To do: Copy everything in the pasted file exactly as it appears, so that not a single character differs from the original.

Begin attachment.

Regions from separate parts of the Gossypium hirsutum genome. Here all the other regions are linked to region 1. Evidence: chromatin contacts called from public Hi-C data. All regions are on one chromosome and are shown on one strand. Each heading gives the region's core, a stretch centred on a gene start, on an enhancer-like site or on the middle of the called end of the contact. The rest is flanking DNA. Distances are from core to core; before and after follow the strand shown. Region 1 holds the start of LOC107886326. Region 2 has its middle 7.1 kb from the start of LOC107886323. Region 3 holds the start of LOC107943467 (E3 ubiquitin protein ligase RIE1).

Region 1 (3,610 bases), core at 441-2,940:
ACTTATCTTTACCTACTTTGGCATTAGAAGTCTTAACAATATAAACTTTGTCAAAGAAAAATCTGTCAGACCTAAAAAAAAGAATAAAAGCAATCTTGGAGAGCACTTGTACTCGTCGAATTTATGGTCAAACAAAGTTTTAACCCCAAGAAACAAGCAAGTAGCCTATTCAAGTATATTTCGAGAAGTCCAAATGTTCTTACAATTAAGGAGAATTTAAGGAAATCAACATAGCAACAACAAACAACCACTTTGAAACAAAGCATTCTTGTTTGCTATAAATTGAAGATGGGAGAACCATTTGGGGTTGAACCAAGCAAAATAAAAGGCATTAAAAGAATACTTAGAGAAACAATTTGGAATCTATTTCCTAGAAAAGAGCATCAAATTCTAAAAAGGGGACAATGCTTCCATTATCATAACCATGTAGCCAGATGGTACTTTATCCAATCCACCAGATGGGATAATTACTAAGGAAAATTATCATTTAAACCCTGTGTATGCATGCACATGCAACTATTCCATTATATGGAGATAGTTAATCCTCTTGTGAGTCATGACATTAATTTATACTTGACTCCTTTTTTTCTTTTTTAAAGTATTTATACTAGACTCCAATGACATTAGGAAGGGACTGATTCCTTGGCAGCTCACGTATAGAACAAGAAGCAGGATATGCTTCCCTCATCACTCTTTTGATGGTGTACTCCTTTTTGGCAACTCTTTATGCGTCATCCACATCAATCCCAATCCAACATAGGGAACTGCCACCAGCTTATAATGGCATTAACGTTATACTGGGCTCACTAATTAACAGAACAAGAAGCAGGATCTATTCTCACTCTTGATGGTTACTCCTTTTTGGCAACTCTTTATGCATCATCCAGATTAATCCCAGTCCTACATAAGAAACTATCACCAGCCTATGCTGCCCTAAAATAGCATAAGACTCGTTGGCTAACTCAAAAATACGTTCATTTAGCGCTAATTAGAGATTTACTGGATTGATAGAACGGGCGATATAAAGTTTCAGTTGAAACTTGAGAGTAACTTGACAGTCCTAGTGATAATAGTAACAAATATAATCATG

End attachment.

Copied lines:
Regions from separate parts of the Gossypium hirsutum genome. Here all the other regions are linked to region 1. Evidence: chromatin contacts called from public Hi-C data. All regions are on one chromosome and are shown on one strand. Each heading gives the region's core, a stretch centred on a gene start, on an enhancer-like site or on the middle of the called end of the contact. The rest is flanking DNA. Distances are from core to core; before and after follow the strand shown. Region 1 holds the start of LOC107886326. Region 2 has its middle 7.1 kb from the start of LOC107886323. Region 3 holds the start of LOC107943467 (E3 ubiquitin protein ligase RIE1).

Region 1 (3,610 bases), core at 441-2,940:
ACTTATCTTTACCTACTTTGGCATTAGAAGTCTTAACAATATAAACTTTGTCAAAGAAAAATCTGTCAGACCTAAAAAAAAGAATAAAAGCAATCTTGGAGAGCACTTGTACTCGTCGAATTTATGGTCAAACAAAGTTTTAACCCCAAGAAACAAGCAAGTAGCCTATTCAAGTATATTTCGAGAAGTCCAAATGTTCTTACAATTAAGGAGAATTTAAGGAAATCAACATAGCAACAACAAACAACCACTTTGAAACAAAGCATTCTTGTTTGCTATAAATTGAAGATGGGAGAACCATTTGGGGTTGAACCAAGCAAAATAAAAGGCATTAAAAGAATACTTAGAGAAACAATTTGGAATCTATTTCCTAGAAAAGAGCATCAAATTCTAAAAAGGGGACAATGCTTCCATTATCATAACCATGTAGCCAGATGGTACTTTATCCAATCCACCAGATGGGATAATTACTAAGGAAAATTATCATTTAAACCCTGTGTATGCATGCACATGCAACTATTCCATTATATGGAGATAGTTAATCCTCTTGTGAGTCATGACATTAATTTATACTTGACTCCTTTTTTTCTTTTTTAAAGTATTTATACTAGACTCCAATGACATTAGGAAGGGACTGATTCCTTGGCAGCTCACGTATAGAACAAGAAGCAGGATATGCTTCCCTCATCACTCTTTTGATGGTGTACTCCTTTTTGGCAACTCTTTATGCGTCATCCACATCAATCCCAATCCAACATAGGGAACTGCCACCAGCTTATAATGGCATTAACGTTATACTGGGCTCACTAATTAACAGAACAAGAAGCAGGATCTATTCTCACTCTTGATGGTTACTCCTTTTTGGCAACTCTTTATGCATCATCCAGATTAATCCCAGTCCTACATAAGAAACTATCACCAGCCTATGCTGCCCTAAAATAGCATAAGACTCGTTGGCTAACTCAAAAATACGTTCATTTAGCGCTAATTAGAGATTTACTGGATTGATAGAACGGGCGATATAAAGTTTCAGTTGAAACTTGAGAGTAACTTGACAGTCCTAGTGATAATAGTAACAAATATAATCATG